Overdose stats show downward trend in Maple Ridge and Pitt Meadows

City at bottom of top 15 in B.C.

Maple Ridge has the fewest number of overdose deaths in the first eight months this year, compared to 14 other B.C. cities.

So far, from Jan. 1 to Aug. 31, 10 people have died in Maple Ridge, from street drugs. The numbers come from the BC Coroner’s Service monthly report, Illicit Drug Toxicity Deaths in B.C., which says that 85 per cent of such overdoses in 2019 contained fentanyl.

Last year in Maple Ridge, which includes Pitt Meadows for the Coroner’s Service purposes, the death toll in approximately the same period was twice as high, with 20 people dead between January and September of 2018.

Penticton and Vernon, with smaller populations, saw 12 and 11 deaths, respectively, according to the current stats which list the 15 cities in B.C. seeing the highest number overdoses.

The cities with the highest number of deaths continue to be Vancouver, where 182 people have died so far this year from overdoses.

Surrey had the second highest with 86 while Victoria had 35 fatal overdoses from January to August.

Dr. Ingrid Tyler, medical health officer with Fraser Health, though noted the numbers reflect a provincewide decrease in overdose deaths. The rate provincewide is now 20 deaths per 100,000 people, compared to 30 the previous two years.

“We have seen a drop in overdose deaths in 2019 compared to 2018, overall, across the province. So it’s not necessarily specific to Maple Ridge,” Tyler said.

But she there’s no one definitive reason to explain that. It could be because of greater awareness and comfort in using the Naloxone antidote for overdoses and greater awareness of the poison drug supply.

She noted that the number of overdoses keeps rising, “but it’s very encouraging that we’re seeing less deaths.”

In all of 2018, 29 people died in Maple Ridge from overdoses. Over the last four years, (2015 to 2018) an average of 30 people a year have died from overdoses in this city.

The report also notes similar stats from previous periods, saying that so far this year, 86 per cent of the deaths in B.C. occurred indoors, with 56 per cent of those taking place in private homes, while 31 per cent of the deaths occurred in social or supportive housing, single rooms, shelters or hotels.

Susan Hancock, with Coast Mental Health, said there have been no overdose deaths in the three supportive housing complexes it operates in Maple Ridge, Alouette Heights on Brown Avenue, Garibaldi Ridge on Burnett Street and the temporary modulars on Royal Crescent.

However, residents have died in those facilities from chronic, long-term medical conditions, she added.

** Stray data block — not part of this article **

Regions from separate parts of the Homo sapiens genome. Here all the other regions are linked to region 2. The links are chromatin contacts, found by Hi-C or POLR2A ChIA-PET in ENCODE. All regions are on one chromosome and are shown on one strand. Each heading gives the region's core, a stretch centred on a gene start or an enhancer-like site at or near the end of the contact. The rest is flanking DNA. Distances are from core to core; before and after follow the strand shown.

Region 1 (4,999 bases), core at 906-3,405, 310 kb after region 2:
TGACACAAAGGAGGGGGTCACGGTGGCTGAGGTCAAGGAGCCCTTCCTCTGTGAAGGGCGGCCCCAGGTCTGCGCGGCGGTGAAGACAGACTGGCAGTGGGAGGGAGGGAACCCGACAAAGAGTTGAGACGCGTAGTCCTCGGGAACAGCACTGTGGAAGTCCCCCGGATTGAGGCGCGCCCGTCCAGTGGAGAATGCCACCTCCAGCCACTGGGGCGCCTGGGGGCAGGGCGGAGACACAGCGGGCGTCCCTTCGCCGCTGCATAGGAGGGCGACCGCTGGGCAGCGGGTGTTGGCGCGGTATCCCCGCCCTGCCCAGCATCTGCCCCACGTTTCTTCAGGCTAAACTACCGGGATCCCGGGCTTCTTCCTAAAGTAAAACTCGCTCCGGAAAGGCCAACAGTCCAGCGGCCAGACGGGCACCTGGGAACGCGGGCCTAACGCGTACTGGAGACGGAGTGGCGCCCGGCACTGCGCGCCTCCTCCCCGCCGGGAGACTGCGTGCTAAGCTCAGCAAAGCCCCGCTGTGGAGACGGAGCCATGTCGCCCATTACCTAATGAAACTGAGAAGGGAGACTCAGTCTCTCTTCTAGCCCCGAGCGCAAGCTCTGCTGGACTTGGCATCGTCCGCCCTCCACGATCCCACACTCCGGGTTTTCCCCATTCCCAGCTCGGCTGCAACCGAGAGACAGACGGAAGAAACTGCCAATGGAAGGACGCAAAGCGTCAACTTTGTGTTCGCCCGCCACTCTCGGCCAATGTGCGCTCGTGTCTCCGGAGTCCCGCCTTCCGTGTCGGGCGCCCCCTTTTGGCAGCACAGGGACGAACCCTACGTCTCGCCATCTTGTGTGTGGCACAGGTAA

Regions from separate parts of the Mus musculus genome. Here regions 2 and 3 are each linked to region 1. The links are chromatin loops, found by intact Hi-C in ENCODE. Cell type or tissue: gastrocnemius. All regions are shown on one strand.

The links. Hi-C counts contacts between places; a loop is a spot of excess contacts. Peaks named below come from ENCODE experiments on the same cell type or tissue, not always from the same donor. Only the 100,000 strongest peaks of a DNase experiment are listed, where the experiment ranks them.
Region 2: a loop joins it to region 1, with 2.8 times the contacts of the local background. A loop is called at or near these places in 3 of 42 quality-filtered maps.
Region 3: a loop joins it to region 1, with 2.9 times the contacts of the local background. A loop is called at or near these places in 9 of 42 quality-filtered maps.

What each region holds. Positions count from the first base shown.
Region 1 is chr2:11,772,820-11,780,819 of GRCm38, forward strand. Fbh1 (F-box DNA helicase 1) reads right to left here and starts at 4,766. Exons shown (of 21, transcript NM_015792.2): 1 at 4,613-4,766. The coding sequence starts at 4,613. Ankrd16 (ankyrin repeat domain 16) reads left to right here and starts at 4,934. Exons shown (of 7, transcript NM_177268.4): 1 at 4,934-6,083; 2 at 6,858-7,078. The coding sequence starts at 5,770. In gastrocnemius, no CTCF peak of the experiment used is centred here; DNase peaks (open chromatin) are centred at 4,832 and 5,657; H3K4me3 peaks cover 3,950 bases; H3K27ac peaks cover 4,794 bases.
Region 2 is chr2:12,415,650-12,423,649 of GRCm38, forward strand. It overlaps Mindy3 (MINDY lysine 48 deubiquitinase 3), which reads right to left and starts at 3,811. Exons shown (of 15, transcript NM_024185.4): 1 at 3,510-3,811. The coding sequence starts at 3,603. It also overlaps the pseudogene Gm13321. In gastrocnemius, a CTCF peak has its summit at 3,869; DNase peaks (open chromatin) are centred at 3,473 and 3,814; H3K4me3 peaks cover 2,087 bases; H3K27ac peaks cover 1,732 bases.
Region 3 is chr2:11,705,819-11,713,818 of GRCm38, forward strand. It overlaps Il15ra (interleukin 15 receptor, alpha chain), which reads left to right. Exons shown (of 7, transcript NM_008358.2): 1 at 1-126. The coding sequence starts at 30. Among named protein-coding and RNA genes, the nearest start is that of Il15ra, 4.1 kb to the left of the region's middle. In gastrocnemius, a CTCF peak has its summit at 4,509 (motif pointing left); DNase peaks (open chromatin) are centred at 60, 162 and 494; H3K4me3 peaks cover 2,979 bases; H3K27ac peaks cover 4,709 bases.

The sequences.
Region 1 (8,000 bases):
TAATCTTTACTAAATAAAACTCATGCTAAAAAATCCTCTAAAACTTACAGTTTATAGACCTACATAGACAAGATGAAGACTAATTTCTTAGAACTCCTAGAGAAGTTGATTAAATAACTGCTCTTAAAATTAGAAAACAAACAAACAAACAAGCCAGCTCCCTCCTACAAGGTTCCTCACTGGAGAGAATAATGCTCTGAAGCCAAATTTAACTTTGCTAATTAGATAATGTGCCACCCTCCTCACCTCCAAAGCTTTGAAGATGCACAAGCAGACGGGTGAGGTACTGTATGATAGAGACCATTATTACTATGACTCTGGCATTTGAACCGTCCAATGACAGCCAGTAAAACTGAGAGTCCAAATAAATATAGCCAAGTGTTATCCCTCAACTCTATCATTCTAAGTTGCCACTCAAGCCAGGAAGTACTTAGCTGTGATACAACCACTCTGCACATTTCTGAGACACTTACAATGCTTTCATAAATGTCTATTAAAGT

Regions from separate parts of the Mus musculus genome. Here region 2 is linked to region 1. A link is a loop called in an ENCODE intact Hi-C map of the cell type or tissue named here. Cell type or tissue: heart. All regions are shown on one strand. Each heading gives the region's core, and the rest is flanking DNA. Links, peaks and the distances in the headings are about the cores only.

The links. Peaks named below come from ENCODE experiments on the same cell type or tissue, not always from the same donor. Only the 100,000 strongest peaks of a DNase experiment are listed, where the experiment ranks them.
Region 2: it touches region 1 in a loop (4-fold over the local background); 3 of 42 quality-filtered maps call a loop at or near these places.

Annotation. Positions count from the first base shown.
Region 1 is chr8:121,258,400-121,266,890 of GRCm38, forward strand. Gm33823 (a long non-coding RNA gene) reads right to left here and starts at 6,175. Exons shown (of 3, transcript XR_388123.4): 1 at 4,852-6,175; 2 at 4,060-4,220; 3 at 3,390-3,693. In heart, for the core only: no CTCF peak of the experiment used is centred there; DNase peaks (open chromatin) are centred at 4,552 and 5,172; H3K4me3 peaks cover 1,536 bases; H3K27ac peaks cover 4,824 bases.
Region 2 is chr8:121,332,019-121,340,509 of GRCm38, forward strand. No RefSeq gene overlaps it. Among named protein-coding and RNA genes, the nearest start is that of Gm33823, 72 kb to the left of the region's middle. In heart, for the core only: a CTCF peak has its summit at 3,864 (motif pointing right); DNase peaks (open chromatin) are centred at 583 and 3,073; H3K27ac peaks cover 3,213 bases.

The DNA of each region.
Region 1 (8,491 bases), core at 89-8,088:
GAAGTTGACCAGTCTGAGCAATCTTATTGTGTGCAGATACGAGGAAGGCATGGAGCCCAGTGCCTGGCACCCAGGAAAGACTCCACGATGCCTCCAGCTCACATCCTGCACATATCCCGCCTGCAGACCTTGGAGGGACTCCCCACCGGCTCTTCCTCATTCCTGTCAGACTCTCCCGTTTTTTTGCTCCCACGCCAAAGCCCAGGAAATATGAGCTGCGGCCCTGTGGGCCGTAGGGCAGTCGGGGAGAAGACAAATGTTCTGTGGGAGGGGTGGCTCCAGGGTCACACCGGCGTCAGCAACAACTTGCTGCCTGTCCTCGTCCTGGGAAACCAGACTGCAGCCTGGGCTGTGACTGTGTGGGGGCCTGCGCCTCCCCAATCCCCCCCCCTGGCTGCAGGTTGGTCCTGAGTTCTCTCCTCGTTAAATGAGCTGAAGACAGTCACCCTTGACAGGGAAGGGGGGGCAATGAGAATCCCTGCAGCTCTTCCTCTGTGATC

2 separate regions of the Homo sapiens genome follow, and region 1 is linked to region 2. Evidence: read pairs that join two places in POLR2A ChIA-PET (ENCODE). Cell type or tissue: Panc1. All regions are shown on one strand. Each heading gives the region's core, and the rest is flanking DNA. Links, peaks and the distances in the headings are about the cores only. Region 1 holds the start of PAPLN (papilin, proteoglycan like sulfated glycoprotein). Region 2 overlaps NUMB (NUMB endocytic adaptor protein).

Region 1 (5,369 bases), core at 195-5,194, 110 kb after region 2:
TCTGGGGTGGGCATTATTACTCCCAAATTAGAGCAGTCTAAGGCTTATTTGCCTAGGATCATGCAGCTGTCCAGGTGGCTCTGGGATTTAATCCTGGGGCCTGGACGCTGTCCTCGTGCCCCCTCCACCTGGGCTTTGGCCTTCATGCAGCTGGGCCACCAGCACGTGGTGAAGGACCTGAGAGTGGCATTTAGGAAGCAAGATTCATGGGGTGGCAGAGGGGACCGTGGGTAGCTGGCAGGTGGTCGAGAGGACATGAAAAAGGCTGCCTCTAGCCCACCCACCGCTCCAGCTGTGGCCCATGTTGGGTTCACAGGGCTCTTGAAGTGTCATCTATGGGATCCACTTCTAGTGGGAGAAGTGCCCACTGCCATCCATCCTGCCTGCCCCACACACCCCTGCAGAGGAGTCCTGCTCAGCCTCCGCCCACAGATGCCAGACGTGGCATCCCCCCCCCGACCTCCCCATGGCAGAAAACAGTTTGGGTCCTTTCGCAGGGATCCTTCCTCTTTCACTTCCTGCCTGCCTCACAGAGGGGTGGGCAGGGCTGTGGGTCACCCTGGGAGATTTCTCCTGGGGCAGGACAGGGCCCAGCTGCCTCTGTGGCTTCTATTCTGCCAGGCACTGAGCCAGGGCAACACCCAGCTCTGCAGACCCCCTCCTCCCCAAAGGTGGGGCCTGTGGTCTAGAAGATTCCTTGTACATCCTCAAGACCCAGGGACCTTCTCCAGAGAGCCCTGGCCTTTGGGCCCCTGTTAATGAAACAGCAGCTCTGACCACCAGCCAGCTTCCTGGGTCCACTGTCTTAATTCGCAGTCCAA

Only 12 per cent of those deaths occurred outdoors such as on streets, parks or in vehicles. There were no deaths at supervised consumption sites.

Also stated, is that more deaths occurred during the week of income assistance payments.

The B.C. Coroner’s Service also reported on specific fentanyl detected overdoses but Maple Ridge is not within the top 15 B.C. cities for such deaths.

Kat Wahamaa, with Ridge Meadows Overdose Community Action Team, said it’s wonderful news, a result of harm reduction efforts, but she’s worried about Ontario and Alberta where there’s political opposition to such measures.

“Being cautiously optimistic is a good thing but I also believe that it’s not necessarily a trend in the rest of the country because they’re still on the uptake in terms of things we’ve already learned here.”

Supervised consumption sites, Naloxone availability and people being trained and and more aware, a safe supply, and opioid substitutes can reduce deaths.

“Those are things that we need to do to see the numbers improve. My concern is these things are not necessarily being instituted in other provinces and … it’s like starting all over again.

“Unfortunately, when we have policy that’s driven by ideology, as opposed to science, that’s when we run into these problems.”

She added that it’s good that Maple Ridge is at the bottom of the list but there’s so much more to do.

Men have a greater chance of dying from a drug overdose. Seventy-seven per cent of those who died in overdose deaths so far this year are men.

The Coroners Service also points out that deaths from cocaine and heroine have declined in the past six years, while the percentage of deaths from fentanyl have jumped from five to 90 per cent from 2012 to 2018.

Last year, the Ridge Meadows Overdose Community Action Team, formerly the Maple Ridge opioid working group, received funding of $100,000 from Mental Health and Addictions to help fight addiction and overdoses.


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